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Google -- 21st Century Dewey Decimal System

By Cynthia L. Webb
washingtonpost.com Staff Writer
Tuesday, December 14, 2004; 9:49 AM

The search engine wars get more interesting by the week, and once again it's Google making a big splash with news that it is partnering with some of the world's most prestigious universities to make it easier for Web users to scan the schools' vast library holdings.

The Google announcement, as several newspapers noted this morning, amounts to a major challenge to Amazon.com, which already makes the text of millions of books available to users through its own search engine. And while the Google move could help millions of Internet users gain access to information once buried deep in library stacks, it also raises big questions about whether a for-profit company should become a gatekeeper to such vast storehouses of knowledge.

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The New York Times explained more about Google's ambitious digital library project: The company "plans to announce an agreement today with some of the nation's leading research libraries and Oxford University to begin converting their holdings into digital files that would be freely searchable over the Web. It may be only a step on a long road toward the long-predicted global virtual library. But the collaboration of Google and research institutions that also include Harvard, the University of Michigan, Stanford and the New York Public Library is a major stride in an ambitious Internet effort by various parties. The goal is to expand the Web beyond its current valuable, if eclectic, body of material and create a digital card catalog and searchable library for the world's books, scholarly papers and special collections."
The New York Times: Google Is Adding Major Libraries to Its Database (Registration required)

The Associated Press noted that "[s]canning books so they can be read through computers isn't new. Both Google and Amazon.com already have programs that offer online glimpses of new books while an assortment of other sites for several years have provide digital access to some material in libraries scattered around the country. But Google's latest commitment could have the biggest impact yet, given the breadth of material that the company hopes to put into its search engine, which has become renowned for its processing speed, ease of use and accuracy."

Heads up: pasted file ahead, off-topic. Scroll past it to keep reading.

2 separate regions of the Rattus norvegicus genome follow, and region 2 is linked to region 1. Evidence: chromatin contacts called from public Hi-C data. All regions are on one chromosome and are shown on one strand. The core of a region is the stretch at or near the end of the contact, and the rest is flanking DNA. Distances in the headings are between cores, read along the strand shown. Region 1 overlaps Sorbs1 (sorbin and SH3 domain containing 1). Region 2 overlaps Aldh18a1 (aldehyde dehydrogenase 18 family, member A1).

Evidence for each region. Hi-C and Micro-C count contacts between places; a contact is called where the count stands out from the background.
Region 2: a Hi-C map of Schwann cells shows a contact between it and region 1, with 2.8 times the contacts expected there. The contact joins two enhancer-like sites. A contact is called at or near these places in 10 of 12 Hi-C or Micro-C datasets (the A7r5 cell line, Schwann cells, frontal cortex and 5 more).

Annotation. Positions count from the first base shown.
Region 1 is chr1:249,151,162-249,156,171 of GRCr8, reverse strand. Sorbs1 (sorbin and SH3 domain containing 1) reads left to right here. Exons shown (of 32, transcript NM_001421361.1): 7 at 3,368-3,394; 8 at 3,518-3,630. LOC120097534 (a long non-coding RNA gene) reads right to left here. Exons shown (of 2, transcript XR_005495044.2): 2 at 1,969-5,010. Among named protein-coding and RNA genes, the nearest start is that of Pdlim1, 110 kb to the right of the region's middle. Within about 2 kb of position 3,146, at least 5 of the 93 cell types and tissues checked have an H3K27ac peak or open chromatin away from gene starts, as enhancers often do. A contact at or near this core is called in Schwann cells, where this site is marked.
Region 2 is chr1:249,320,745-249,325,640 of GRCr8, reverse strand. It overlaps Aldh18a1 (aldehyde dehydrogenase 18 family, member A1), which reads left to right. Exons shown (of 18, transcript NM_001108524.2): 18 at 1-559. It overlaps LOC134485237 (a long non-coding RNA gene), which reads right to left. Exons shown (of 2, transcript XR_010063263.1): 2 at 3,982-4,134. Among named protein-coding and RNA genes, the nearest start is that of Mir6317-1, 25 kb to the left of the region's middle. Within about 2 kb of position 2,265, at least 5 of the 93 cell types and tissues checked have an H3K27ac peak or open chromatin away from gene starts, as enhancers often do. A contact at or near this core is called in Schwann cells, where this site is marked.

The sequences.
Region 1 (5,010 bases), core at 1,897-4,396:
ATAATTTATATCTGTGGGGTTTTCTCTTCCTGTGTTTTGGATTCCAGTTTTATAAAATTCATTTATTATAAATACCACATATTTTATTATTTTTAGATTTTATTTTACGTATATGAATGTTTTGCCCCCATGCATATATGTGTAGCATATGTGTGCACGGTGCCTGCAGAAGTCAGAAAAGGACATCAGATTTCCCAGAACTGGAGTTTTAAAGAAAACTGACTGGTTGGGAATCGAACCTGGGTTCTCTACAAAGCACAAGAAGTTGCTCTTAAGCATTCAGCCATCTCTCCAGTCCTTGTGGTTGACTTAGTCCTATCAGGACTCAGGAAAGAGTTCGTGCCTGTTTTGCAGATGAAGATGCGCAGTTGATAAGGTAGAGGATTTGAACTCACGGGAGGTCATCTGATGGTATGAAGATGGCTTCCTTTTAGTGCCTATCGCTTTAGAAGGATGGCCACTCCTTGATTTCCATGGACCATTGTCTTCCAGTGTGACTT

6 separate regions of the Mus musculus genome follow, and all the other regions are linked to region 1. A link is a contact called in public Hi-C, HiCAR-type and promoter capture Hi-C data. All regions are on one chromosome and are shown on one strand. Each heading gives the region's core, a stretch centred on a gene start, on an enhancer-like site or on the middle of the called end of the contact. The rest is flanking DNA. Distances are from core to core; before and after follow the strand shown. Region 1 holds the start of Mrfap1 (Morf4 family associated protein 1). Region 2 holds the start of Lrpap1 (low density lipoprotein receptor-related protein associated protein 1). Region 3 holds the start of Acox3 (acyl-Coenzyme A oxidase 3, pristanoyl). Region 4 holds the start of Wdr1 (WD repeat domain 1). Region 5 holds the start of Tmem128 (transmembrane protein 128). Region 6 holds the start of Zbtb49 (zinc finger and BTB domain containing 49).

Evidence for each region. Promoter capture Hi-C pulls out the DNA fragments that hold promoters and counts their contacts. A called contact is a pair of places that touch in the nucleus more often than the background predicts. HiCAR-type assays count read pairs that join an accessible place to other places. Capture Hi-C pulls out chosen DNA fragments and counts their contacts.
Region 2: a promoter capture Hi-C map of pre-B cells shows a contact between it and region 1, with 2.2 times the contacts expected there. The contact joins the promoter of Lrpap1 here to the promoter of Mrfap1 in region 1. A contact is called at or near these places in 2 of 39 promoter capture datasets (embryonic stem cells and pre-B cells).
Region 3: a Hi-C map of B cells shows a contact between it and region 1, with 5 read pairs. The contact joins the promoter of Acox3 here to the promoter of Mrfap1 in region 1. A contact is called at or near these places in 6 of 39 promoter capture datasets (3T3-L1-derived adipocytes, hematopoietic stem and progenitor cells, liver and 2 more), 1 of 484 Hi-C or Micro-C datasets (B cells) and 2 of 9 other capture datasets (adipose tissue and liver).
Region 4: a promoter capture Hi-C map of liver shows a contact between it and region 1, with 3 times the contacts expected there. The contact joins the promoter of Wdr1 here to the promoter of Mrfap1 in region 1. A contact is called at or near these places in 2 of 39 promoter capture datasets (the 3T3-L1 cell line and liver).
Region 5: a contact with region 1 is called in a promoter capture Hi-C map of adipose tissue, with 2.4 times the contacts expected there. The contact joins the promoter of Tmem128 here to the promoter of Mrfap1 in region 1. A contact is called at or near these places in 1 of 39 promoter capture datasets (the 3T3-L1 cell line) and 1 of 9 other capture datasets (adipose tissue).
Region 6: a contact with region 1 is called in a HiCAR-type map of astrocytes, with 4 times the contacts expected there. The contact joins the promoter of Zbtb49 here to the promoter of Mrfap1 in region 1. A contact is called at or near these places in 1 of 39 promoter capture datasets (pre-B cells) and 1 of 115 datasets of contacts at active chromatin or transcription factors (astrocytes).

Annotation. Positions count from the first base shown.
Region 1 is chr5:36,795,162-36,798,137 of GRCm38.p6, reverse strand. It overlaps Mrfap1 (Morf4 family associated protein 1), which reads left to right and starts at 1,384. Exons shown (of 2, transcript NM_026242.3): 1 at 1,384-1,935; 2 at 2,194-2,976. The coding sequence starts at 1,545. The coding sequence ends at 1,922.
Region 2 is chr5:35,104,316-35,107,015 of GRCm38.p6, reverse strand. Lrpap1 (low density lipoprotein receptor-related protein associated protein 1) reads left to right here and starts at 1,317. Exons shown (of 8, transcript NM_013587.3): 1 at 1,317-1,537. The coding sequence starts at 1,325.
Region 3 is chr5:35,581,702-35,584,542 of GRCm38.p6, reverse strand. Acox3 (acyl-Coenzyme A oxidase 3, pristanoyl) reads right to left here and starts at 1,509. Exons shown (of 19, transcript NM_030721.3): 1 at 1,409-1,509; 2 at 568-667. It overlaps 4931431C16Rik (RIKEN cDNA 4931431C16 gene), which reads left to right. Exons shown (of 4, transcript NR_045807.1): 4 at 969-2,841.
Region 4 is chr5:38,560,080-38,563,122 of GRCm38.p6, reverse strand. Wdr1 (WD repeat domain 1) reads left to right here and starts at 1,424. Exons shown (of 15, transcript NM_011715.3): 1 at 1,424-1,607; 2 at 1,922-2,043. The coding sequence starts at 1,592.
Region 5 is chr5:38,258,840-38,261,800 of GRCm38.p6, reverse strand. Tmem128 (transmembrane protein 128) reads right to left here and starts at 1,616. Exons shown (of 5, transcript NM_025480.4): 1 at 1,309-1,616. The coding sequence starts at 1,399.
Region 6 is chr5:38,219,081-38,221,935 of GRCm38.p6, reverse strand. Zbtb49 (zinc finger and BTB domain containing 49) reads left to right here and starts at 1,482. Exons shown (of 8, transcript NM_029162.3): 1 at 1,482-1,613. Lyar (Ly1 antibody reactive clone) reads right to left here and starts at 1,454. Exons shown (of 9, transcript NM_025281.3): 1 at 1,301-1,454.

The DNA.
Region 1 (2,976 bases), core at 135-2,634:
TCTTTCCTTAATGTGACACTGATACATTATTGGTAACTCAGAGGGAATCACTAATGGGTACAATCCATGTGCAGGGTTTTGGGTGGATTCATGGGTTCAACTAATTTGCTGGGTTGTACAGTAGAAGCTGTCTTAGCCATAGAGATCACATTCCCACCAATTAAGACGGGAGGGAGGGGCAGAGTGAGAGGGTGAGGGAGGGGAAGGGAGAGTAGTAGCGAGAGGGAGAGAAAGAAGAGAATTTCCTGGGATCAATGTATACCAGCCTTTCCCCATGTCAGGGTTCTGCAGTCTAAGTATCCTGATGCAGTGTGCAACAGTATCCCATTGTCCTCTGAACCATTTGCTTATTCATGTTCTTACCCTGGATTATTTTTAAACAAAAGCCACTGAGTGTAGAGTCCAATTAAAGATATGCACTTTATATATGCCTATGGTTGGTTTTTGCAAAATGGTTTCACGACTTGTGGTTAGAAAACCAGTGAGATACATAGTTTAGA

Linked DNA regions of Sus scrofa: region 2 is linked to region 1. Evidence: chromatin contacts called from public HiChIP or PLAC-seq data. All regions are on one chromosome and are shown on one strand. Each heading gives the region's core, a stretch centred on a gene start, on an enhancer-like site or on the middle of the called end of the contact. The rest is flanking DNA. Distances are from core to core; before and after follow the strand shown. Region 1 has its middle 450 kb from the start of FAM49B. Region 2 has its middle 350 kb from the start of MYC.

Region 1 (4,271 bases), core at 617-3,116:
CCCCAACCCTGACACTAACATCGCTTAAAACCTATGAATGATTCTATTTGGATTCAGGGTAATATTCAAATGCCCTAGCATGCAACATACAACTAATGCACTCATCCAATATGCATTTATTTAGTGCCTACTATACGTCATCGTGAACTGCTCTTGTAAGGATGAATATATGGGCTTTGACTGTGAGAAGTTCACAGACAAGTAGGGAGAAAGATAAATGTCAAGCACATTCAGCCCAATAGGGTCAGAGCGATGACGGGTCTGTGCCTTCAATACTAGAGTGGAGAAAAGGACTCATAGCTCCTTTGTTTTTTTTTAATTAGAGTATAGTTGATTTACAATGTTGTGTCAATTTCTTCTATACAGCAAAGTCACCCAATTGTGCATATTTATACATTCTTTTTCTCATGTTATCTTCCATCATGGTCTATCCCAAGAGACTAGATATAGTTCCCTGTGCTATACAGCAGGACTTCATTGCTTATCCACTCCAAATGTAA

The Associated Press via washingtonpost.com: Google To Scan Books From Big Libraries (Registration required)

The San Francisco Chronicle said the plan "is the most ambitious yet to bring the world's books to the Web, a long held but only partially realized goal. If completed, it will also significantly increase the amount of material searchable on Google, which already leads the search industry with an index of 8 billion Web pages, and provide a potential advantage over rivals Yahoo and Microsoft's MSN." The Chronicle noted that Harvard and the New York Public Library "will make only a fraction of their expansive holdings available before deciding whether to expand the program."
The San Francisco Chronicle: Google, 5 Big Libraries To Offer Books

But just because Google got its foot in the door at Harvard etc. doesn't mean it can keep the likes of Yahoo and MSN out. The New York Times makes it clear that the door is wide open for Google's competitors to strike similar deals: "Because the Google agreements are not exclusive, the pacts are almost certain to touch off a race with other major Internet search providers like Amazon, Microsoft and Yahoo. Like Google, they might seek the right to offer online access to library materials in return for selling advertising, while libraries would receive corporate help in digitizing their collections for their own institutional uses."